Pain still pricks. A shock. A pop. Then I slide into puddles of numb. Relief and guilt tangle up in this hairball of grief. Mostly, though, gratitude floods in. It overwhelms me. I’m so grateful that you were my Dad. I’m so grateful for four decades of you–a rare soul of fun and love and light. It’s been an embarrassment of riches, enough to sustain us for a thousand lifetimes. We’re also buoyed by our community of beautiful humans, a constant lift of care and prayer. They’re remembering your smile, first and most, your laugh and your stories. Alison wrote that you were the best of the best and that there’s so much of you in me.

We were singing to The Beatles. 8/9/2003 was the best day of my life.

Oh, I pray so, Dadda. And I pray that the you in me grows to be a woman who always makes you proud, who–like you–makes everyone within my splash zone feel treasured and special and perfectly made. I pray–like you–to love my people with reckless, fearless abandon. And I pray to steadily encourage our boys to chase their wild hearts and God’s purpose without apology.

I can’t wait to see you again. To hug you with full force, when you have an eternity of divine air to breathe in and tell jokes and pitch sillies. If there’s good red wine up there, save a glass of that miracle for me.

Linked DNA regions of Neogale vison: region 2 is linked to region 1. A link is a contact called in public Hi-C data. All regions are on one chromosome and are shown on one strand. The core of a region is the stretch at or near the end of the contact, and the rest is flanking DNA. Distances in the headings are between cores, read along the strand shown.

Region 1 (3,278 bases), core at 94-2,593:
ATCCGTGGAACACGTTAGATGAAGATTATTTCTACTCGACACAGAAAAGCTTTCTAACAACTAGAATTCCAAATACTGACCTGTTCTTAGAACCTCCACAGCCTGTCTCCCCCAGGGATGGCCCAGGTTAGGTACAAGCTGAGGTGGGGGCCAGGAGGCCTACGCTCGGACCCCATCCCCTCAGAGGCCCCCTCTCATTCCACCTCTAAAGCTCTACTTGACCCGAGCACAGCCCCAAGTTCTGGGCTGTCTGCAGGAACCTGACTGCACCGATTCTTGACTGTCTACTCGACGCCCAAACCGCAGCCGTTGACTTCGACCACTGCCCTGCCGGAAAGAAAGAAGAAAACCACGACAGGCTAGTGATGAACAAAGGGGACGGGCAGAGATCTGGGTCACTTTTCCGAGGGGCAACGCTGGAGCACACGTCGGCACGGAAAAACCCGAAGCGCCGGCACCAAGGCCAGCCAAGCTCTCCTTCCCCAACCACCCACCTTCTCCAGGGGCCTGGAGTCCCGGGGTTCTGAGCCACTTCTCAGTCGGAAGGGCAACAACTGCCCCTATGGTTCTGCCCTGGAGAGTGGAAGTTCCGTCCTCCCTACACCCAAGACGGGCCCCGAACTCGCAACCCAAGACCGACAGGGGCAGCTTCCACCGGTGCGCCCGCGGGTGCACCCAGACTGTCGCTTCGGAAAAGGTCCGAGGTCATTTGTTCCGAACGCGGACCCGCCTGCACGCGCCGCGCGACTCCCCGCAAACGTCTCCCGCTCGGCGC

Until then, I know you know that I love you. And I mean it. And my memory of you will never change.

2 thoughts on “Dear Dadda

  1. Oh Min. I knew this was going to be a hard read, but I jumped in anyway. I’m so awed by your ability to find the words when so many of us can’t. They’re always beautiful and perfectly chosen. Your family is so special and I am deeply sorry for your loss and happy I was able to witness your family’s love first hand. I love you tons.

    ❤️❤️❤️

    pam raper stoddard :: 813 340 5399

    >

  2. Mindy, you are so articulate! I only hope my children will feel and say something similar about me. Not for myself, but for the comfort of the family. Wishing you all the best for yourself and the family.